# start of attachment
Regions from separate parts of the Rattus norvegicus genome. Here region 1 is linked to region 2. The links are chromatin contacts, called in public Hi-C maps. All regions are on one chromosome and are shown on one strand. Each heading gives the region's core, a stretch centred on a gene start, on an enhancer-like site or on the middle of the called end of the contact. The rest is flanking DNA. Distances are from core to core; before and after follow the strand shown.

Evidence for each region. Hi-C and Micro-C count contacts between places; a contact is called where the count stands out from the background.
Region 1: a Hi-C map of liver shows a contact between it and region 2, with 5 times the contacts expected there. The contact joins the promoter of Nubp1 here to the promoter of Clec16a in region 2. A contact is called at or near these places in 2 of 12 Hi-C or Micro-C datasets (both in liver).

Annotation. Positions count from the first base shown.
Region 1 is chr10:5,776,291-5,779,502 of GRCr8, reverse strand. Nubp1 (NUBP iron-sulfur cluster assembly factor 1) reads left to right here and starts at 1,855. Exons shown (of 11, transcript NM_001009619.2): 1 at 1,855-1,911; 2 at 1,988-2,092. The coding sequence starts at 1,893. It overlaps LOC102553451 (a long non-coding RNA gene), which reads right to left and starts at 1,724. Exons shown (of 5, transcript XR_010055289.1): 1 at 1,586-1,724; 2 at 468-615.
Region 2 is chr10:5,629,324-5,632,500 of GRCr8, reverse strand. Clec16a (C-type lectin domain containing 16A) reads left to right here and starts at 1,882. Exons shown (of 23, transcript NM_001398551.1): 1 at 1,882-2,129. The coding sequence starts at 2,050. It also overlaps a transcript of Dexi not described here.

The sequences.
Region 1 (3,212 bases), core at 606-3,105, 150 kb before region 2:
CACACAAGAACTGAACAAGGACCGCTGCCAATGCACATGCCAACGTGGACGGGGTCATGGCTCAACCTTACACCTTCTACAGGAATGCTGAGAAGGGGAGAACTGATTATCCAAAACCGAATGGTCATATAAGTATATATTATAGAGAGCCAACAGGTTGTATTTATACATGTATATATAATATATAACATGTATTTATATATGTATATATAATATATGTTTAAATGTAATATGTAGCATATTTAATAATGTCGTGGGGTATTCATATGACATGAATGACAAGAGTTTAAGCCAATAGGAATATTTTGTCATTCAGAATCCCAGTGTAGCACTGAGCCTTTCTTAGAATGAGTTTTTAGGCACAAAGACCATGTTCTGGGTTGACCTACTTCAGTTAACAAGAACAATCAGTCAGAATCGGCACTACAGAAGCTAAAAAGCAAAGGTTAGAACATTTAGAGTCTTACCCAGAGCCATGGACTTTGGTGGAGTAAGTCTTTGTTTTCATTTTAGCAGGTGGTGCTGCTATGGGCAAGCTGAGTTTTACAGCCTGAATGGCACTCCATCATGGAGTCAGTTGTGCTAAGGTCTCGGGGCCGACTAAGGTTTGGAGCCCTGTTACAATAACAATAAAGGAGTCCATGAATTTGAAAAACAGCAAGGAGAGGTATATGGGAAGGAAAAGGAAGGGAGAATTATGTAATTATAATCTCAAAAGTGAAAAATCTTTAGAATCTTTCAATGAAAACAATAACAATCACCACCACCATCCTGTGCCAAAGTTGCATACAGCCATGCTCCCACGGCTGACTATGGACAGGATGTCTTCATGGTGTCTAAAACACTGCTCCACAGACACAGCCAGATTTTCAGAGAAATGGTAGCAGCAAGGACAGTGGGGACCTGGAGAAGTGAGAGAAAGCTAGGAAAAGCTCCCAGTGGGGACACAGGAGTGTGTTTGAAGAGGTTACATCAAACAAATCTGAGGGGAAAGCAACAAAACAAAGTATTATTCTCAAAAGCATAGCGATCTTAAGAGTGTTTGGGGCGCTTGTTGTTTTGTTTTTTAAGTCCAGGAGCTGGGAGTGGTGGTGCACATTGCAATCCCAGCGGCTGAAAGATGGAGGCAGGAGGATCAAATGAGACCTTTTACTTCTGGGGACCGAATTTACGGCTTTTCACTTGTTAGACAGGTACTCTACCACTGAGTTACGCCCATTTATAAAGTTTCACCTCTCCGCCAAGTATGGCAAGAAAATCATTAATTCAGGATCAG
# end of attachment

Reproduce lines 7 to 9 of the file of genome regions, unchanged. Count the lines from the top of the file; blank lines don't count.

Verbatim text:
The sequences.
Region 1 (3,212 bases), core at 606-3,105, 150 kb before region 2:
CACACAAGAACTGAACAAGGACCGCTGCCAATGCACATGCCAACGTGGACGGGGTCATGGCTCAACCTTACACCTTCTACAGGAATGCTGAGAAGGGGAGAACTGATTATCCAAAACCGAATGGTCATATAAGTATATATTATAGAGAGCCAACAGGTTGTATTTATACATGTATATATAATATATAACATGTATTTATATATGTATATATAATATATGTTTAAATGTAATATGTAGCATATTTAATAATGTCGTGGGGTATTCATATGACATGAATGACAAGAGTTTAAGCCAATAGGAATATTTTGTCATTCAGAATCCCAGTGTAGCACTGAGCCTTTCTTAGAATGAGTTTTTAGGCACAAAGACCATGTTCTGGGTTGACCTACTTCAGTTAACAAGAACAATCAGTCAGAATCGGCACTACAGAAGCTAAAAAGCAAAGGTTAGAACATTTAGAGTCTTACCCAGAGCCATGGACTTTGGTGGAGTAAGTCTTTGTTTTCATTTTAGCAGGTGGTGCTGCTATGGGCAAGCTGAGTTTTACAGCCTGAATGGCACTCCATCATGGAGTCAGTTGTGCTAAGGTCTCGGGGCCGACTAAGGTTTGGAGCCCTGTTACAATAACAATAAAGGAGTCCATGAATTTGAAAAACAGCAAGGAGAGGTATATGGGAAGGAAAAGGAAGGGAGAATTATGTAATTATAATCTCAAAAGTGAAAAATCTTTAGAATCTTTCAATGAAAACAATAACAATCACCACCACCATCCTGTGCCAAAGTTGCATACAGCCATGCTCCCACGGCTGACTATGGACAGGATGTCTTCATGGTGTCTAAAACACTGCTCCACAGACACAGCCAGATTTTCAGAGAAATGGTAGCAGCAAGGACAGTGGGGACCTGGAGAAGTGAGAGAAAGCTAGGAAAAGCTCCCAGTGGGGACACAGGAGTGTGTTTGAAGAGGTTACATCAAACAAATCTGAGGGGAAAGCAACAAAACAAAGTATTATTCTCAAAAGCATAGCGATCTTAAGAGTGTTTGGGGCGCTTGTTGTTTTGTTTTTTAAGTCCAGGAGCTGGGAGTGGTGGTGCACATTGCAATCCCAGCGGCTGAAAGATGGAGGCAGGAGGATCAAATGAGACCTTTTACTTCTGGGGACCGAATTTACGGCTTTTCACTTGTTAGACAGGTACTCTACCACTGAGTTACGCCCATTTATAAAGTTTCACCTCTCCGCCAAGTATGGCAAGAAAATCATTAATTCAGGATCAG